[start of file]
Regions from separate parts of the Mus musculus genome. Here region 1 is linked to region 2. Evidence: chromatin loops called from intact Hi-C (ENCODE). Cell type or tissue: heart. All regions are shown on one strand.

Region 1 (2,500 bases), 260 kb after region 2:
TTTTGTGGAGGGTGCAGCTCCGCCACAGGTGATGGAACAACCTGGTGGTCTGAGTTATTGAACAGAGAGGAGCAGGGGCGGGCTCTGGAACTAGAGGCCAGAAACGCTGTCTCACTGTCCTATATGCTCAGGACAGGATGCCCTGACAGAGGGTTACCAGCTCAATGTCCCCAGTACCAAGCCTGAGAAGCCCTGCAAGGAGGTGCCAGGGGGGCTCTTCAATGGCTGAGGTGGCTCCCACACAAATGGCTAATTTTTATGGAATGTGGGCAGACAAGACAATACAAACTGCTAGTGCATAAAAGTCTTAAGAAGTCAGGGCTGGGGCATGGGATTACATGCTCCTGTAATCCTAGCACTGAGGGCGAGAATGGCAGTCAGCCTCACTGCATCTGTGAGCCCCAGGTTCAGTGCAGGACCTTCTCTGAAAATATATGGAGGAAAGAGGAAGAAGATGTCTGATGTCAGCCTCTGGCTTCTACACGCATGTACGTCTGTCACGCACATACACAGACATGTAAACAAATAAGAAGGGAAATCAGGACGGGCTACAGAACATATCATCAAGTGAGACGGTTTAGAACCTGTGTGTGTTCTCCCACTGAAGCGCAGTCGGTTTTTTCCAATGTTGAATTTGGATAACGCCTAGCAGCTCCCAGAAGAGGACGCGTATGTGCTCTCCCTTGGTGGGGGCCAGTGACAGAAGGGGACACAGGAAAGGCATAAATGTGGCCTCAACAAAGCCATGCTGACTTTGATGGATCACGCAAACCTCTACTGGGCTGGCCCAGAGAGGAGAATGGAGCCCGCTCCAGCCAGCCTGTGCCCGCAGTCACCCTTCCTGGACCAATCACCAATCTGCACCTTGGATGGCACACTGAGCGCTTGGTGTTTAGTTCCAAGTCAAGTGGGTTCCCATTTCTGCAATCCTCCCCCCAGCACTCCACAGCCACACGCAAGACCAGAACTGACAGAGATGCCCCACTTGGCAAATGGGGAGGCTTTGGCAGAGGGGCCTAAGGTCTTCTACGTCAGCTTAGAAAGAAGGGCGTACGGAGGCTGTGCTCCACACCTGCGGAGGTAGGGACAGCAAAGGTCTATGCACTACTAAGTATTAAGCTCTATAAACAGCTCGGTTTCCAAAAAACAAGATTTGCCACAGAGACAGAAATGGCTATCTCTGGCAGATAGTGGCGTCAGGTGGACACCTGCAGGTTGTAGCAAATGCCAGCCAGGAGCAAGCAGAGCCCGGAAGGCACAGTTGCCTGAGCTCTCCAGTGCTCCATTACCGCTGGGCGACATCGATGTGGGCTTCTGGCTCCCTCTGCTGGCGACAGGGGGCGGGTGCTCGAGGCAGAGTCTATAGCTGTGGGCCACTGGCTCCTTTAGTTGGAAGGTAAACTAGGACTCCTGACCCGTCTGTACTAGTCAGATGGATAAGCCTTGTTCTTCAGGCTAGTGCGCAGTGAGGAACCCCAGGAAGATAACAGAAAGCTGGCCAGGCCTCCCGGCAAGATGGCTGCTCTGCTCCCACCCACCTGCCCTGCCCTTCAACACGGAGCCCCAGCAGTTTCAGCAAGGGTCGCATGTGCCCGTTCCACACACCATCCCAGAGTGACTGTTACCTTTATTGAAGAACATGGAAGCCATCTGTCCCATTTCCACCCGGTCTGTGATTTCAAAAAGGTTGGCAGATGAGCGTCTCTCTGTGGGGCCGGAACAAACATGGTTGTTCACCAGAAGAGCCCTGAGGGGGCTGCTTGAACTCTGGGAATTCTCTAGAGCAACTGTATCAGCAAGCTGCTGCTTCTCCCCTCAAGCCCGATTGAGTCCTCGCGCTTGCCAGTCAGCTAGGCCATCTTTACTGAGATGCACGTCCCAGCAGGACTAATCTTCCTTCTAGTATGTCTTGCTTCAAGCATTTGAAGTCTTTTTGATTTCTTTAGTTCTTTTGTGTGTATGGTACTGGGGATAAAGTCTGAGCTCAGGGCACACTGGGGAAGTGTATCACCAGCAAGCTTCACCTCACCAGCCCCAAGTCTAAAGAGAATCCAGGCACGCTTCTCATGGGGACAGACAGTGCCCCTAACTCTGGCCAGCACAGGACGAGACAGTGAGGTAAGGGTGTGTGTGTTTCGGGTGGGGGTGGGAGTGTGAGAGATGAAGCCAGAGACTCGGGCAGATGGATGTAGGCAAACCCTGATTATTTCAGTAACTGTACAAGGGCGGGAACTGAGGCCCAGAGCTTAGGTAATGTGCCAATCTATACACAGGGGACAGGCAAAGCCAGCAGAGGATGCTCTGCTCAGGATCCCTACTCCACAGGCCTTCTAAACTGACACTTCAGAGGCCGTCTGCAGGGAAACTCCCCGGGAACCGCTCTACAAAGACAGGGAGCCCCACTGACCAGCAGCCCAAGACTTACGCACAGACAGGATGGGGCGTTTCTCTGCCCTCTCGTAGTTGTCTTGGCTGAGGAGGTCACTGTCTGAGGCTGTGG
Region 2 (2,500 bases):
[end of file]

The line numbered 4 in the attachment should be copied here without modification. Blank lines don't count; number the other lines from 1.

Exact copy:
Region 2 (2,500 bases):